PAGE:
Master of Science (MS)
Geology and Geophysics
The Eocene-Oligocene (E-O) transition is a key interval in geological history because it marks a major change in Earth’s climate and because these strata are also popular oil targets in the Gulf Coast. E-O sequences in Alabama are stratigraphically complex. The St. Stephens Quarry (SSQ) in Alabama is one of the few accessible quarries along the Gulf Coast where the E-O boundary is visible in outcrop. Despite the abundance of research projects conducted in the SSQ, many controversies still surround the E-O boundary placement and correlation to the Global Stratotype in the Massignano section in Italy that is based on the extinction of the Hantkeninidae family. The lack of Hantkenina sp. (Miller et. al., 2008) in a core from near the SSQ and the stratigraphy there contribute to the controversy in boundary placement. To supplement the rarity of foraminifera biomarkers in the section, I present the results of a high-resolution palynological study of the St. Stephens Quarry in Alabama, to help better constrain the boundary placement and associated environmental changes. The new data provide 1) an alternate biostratigraphic zonation and locate the E-O boundary based on organic-walled microfossils to increase biostratigraphic control in the Gulf Coast region, 2) a way to supplement and assist biosteering when foraminifera are not present, and 3) new environmental data (sea-surface conditions and climate) across the boundary. By comparing SSQs palynomorph assemblages to worldwide stratigraphic charts we have established that the E-O boundary occurs within the transition between the Shubuta marl and the Bumpnose limestone (between 3.60- 3.65m depth).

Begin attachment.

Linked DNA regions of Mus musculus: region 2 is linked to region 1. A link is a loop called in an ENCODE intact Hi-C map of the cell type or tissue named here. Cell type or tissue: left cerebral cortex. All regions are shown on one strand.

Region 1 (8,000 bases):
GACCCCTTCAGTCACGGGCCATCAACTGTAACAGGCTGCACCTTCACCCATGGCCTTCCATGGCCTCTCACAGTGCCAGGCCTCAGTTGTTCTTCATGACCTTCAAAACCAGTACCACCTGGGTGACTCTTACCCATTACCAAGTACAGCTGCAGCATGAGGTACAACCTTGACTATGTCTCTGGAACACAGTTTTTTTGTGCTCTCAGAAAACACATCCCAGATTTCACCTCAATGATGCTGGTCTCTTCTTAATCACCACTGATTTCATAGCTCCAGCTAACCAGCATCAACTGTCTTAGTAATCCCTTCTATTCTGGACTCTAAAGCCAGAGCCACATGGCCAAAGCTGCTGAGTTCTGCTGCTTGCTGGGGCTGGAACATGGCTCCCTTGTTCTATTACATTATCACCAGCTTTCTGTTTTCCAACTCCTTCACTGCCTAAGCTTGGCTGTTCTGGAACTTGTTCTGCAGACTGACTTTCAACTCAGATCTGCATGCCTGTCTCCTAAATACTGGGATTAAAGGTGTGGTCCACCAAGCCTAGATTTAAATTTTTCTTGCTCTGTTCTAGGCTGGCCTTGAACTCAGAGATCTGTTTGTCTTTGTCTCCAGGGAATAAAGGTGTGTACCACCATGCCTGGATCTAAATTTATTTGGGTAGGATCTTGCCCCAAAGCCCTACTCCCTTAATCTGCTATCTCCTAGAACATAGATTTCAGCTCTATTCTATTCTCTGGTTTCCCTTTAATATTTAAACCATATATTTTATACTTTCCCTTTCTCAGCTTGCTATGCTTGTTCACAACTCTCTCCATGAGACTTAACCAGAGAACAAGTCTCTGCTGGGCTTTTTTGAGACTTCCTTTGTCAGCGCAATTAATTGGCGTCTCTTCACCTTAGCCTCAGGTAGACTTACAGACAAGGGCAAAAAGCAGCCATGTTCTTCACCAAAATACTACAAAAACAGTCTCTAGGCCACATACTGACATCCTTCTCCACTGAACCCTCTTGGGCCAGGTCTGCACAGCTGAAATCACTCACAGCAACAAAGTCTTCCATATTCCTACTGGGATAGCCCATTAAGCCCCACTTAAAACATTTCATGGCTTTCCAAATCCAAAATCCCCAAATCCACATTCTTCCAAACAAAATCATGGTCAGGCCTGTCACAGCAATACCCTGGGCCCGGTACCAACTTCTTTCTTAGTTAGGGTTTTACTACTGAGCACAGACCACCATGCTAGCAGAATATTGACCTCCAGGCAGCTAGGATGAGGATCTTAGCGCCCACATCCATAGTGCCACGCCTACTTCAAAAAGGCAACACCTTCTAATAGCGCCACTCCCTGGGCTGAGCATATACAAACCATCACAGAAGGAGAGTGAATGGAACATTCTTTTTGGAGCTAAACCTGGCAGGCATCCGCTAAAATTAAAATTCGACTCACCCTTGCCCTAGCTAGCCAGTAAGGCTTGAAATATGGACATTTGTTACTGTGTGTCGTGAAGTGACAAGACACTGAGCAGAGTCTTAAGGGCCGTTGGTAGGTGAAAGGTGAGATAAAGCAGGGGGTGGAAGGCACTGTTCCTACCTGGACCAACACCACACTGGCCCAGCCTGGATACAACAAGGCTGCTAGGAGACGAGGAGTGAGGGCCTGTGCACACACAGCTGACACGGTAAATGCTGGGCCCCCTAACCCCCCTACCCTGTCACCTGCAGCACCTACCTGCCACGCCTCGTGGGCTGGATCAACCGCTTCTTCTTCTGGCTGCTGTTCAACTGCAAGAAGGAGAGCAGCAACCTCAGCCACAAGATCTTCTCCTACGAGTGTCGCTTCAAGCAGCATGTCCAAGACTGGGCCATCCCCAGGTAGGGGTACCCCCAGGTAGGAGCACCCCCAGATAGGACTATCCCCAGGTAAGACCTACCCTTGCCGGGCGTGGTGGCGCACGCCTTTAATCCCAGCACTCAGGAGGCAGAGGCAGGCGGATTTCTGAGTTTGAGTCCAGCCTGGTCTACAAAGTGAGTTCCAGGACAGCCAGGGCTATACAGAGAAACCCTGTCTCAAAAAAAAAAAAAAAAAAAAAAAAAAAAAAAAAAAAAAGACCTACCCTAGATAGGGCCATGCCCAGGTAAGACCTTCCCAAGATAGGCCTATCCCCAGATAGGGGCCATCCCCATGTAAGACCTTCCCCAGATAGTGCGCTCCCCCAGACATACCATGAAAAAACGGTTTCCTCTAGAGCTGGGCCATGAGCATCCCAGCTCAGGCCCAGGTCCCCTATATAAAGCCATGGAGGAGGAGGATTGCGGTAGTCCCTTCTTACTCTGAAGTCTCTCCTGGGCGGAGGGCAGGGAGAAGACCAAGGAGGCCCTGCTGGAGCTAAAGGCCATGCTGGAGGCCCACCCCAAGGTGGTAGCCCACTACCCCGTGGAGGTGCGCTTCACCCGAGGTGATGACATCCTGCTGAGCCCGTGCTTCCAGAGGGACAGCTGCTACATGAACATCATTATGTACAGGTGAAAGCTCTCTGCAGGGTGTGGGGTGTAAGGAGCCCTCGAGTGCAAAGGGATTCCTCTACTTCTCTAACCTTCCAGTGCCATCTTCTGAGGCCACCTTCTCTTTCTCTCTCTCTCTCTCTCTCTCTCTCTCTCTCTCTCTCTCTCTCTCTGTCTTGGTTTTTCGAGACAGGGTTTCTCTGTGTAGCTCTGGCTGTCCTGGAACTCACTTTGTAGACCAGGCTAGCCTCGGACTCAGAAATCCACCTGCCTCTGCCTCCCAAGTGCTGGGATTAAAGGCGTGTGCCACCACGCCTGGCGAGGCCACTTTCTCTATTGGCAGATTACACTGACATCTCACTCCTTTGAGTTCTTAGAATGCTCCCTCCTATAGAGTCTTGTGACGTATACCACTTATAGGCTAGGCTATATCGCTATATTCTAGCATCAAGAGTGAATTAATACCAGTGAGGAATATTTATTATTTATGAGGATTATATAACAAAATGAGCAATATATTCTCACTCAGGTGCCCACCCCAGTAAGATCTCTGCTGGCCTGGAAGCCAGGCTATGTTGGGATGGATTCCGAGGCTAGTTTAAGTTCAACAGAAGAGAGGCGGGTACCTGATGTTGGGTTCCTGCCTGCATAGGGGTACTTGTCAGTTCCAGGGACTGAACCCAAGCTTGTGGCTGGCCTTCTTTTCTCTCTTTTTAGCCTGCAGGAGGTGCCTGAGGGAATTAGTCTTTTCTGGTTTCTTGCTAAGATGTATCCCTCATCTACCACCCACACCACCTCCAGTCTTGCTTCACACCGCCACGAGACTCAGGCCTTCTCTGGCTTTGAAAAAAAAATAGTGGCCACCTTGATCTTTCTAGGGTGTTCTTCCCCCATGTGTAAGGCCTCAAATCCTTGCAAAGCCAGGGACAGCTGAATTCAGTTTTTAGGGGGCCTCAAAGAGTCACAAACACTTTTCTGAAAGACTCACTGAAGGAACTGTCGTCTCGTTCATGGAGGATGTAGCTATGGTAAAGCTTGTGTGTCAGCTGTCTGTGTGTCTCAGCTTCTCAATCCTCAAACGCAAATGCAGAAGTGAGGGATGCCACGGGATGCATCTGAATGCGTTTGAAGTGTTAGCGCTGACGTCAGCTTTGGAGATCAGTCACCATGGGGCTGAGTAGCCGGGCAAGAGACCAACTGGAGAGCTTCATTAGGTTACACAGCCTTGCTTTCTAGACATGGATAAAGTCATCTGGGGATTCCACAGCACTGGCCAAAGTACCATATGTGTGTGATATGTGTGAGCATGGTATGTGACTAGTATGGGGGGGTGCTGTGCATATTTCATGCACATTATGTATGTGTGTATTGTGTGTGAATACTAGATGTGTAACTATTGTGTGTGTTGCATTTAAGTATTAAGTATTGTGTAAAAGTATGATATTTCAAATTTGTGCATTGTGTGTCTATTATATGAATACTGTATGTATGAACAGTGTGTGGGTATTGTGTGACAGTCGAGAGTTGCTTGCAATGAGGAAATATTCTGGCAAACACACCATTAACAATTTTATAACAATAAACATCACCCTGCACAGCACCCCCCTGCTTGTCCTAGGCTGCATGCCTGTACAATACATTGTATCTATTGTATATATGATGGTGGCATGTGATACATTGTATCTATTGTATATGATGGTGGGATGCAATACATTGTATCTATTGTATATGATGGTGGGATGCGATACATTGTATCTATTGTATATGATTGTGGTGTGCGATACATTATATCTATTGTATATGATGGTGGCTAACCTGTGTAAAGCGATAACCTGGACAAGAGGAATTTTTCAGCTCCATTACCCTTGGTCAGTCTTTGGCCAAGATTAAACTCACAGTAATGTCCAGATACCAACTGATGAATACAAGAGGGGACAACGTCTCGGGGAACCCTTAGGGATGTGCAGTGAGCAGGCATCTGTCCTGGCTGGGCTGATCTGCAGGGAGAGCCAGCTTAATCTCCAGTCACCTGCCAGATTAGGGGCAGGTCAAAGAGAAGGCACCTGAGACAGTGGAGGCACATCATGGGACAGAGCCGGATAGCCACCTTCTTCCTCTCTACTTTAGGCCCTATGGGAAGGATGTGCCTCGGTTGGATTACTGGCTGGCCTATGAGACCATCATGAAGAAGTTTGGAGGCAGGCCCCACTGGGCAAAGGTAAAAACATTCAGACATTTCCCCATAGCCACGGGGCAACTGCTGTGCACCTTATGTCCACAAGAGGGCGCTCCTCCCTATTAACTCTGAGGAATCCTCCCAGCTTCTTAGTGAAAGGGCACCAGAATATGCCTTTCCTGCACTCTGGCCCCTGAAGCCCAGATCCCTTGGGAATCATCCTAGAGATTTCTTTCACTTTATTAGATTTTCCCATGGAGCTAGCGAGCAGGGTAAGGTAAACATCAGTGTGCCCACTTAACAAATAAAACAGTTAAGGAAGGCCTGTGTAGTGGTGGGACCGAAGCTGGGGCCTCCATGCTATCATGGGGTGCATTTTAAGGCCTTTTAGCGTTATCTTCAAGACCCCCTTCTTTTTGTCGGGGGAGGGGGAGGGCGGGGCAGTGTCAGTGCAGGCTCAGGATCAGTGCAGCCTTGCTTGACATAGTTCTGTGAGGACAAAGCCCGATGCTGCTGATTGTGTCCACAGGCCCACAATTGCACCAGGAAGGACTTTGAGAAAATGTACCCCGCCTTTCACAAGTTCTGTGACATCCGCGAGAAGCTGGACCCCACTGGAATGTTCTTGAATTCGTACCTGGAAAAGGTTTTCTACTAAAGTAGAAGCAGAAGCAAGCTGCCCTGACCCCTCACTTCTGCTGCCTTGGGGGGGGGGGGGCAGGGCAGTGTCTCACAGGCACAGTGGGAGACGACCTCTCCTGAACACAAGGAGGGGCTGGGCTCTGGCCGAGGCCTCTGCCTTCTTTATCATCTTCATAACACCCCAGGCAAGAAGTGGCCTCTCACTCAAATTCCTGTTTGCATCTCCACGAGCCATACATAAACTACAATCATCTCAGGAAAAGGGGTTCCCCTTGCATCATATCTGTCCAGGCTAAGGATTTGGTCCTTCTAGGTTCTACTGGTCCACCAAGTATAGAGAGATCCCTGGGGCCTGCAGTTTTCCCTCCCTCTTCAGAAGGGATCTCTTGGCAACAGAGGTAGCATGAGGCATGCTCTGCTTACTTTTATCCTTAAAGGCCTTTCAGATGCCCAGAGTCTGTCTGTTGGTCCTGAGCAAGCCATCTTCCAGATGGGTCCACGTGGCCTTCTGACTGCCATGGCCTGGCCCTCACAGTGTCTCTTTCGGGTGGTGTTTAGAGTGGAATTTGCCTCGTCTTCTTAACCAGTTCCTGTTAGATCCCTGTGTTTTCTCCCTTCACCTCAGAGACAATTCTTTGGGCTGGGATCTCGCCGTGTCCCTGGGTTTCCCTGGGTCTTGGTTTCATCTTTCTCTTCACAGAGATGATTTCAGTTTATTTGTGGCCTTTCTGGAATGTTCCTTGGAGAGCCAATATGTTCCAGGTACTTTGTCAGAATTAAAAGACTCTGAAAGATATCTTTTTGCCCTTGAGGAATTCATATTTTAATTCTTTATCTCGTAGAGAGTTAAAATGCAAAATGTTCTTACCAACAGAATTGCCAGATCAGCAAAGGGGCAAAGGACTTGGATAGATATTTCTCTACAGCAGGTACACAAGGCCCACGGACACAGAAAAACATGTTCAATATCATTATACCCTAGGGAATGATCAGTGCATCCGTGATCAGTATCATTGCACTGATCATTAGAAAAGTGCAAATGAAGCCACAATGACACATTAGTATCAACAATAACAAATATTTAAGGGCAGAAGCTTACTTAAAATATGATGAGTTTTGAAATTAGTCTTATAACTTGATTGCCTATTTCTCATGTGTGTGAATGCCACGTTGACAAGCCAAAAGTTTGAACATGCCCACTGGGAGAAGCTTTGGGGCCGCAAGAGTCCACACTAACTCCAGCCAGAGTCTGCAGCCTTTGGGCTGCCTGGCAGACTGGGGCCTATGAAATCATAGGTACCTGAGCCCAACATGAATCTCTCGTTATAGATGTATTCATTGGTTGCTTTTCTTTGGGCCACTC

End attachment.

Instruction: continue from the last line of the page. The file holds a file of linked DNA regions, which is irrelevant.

Document Availability at the Time of Submission
Release the entire work immediately for access worldwide.
Jensen, Kevin, "A high-resolution palynological analysis of the St. Stephens Quarry, Alabama: locating the Eocene-Oligocene boundary and characterizing the environmental changes across the margin" (2012). LSU Master's Theses. 3330.